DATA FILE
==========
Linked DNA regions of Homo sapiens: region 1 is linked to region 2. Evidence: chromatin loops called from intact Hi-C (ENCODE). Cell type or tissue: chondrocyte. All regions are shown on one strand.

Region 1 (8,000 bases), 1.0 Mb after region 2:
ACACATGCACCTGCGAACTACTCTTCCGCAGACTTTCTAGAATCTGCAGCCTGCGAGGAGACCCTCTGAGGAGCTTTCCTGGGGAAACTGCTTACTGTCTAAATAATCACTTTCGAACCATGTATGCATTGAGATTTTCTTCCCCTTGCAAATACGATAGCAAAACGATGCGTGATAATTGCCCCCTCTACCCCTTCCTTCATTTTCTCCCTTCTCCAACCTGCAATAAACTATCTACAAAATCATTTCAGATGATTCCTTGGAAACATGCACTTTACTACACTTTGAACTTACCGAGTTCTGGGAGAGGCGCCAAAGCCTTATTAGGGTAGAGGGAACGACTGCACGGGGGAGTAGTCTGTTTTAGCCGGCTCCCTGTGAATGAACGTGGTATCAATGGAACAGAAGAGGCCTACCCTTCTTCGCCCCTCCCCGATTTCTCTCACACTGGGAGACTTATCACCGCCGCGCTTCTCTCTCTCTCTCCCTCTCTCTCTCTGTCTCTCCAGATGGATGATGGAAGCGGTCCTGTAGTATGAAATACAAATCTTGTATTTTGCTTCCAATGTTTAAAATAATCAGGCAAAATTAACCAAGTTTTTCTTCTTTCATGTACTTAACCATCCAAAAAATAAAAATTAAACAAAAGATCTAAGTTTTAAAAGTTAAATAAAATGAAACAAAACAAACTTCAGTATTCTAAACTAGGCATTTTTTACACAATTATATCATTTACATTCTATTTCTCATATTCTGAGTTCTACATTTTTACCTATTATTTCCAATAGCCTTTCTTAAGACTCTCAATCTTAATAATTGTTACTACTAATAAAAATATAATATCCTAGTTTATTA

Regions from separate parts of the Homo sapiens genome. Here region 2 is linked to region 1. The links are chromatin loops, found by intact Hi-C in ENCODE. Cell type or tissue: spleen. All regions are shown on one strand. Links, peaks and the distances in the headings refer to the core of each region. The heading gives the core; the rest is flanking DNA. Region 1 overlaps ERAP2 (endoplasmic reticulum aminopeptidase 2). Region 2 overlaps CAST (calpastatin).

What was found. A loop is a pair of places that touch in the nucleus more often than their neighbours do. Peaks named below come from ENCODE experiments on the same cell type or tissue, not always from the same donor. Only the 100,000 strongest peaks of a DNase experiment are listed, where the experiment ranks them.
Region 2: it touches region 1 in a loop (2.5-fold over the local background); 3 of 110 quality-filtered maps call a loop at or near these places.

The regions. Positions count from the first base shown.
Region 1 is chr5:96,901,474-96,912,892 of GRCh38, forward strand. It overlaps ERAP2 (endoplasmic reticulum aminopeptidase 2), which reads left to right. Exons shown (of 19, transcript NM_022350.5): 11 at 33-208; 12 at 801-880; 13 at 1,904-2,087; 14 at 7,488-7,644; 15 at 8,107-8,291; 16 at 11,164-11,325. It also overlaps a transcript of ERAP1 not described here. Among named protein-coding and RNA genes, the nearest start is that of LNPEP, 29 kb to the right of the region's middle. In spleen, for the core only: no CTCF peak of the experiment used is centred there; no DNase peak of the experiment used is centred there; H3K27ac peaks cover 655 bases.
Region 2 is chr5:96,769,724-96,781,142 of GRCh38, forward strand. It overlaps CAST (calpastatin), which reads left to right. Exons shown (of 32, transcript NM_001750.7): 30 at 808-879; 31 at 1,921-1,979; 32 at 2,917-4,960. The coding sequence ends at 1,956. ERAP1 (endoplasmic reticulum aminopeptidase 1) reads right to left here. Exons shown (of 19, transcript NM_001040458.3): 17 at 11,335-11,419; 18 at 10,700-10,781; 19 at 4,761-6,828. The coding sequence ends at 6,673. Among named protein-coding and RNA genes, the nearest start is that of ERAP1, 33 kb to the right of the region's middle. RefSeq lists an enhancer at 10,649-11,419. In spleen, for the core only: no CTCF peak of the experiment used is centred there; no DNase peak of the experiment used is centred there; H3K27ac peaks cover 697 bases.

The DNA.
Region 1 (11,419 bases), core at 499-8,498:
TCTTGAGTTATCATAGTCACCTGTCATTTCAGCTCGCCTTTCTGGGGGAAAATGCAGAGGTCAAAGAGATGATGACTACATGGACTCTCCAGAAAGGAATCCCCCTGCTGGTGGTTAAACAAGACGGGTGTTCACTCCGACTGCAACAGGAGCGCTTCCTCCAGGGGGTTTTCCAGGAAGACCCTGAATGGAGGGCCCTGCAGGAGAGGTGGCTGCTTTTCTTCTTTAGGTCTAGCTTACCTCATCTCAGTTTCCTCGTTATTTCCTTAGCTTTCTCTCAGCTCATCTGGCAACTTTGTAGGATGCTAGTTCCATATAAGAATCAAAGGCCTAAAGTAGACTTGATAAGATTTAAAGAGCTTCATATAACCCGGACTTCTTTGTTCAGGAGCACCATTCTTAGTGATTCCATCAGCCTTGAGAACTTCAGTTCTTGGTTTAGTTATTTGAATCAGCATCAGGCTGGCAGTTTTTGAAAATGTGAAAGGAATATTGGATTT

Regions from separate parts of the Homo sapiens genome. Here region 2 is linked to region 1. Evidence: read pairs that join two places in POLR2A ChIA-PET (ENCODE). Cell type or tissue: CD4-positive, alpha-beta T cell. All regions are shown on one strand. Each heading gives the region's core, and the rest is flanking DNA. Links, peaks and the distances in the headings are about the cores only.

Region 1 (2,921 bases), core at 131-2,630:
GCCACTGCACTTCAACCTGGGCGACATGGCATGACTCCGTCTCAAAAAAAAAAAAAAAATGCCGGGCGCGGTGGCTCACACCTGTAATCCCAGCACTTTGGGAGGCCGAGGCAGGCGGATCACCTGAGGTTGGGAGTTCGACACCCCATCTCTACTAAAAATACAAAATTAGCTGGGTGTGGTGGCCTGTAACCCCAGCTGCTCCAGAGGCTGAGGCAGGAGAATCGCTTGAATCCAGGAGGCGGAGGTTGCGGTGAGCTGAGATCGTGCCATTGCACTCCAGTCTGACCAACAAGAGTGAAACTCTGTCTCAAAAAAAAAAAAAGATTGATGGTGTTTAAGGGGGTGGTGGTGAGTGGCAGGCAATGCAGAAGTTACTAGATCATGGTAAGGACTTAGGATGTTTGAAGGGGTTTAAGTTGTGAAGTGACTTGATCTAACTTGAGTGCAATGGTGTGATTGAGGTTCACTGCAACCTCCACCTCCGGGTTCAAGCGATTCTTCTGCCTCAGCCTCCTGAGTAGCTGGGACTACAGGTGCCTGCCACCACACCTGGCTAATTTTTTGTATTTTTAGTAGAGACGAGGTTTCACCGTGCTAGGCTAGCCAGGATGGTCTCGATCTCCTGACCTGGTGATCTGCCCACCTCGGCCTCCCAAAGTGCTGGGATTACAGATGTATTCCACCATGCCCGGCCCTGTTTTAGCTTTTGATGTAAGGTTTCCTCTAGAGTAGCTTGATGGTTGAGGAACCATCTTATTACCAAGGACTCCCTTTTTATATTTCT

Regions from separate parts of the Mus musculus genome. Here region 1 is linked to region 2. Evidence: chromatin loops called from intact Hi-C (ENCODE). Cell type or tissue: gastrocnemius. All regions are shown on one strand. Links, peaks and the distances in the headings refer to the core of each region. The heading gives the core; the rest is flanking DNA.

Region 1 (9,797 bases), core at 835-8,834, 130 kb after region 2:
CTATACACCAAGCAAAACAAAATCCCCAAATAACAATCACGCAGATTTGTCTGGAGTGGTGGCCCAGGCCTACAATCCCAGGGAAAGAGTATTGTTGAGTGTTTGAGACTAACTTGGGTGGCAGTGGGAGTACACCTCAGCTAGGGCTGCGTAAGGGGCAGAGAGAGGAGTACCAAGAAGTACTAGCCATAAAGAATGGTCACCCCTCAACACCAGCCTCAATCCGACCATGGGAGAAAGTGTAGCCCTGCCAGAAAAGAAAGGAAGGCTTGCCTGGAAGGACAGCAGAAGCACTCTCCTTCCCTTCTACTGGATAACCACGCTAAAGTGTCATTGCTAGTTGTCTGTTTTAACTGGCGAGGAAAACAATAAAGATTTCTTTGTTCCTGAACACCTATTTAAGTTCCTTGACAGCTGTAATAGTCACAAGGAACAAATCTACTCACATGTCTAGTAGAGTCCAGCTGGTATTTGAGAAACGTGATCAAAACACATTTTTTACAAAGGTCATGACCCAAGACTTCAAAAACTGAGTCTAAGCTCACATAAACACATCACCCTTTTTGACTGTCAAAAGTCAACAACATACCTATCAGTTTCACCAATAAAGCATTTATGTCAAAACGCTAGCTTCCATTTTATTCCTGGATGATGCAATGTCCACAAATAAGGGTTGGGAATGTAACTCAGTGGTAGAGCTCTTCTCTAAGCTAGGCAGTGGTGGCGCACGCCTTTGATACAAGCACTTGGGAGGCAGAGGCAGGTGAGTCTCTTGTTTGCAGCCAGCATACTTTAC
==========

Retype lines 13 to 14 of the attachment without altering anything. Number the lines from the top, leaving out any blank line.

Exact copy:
Regions from separate parts of the Homo sapiens genome. Here region 2 is linked to region 1. Evidence: read pairs that join two places in POLR2A ChIA-PET (ENCODE). Cell type or tissue: CD4-positive, alpha-beta T cell. All regions are shown on one strand. Each heading gives the region's core, and the rest is flanking DNA. Links, peaks and the distances in the headings are about the cores only.

Region 1 (2,921 bases), core at 131-2,630: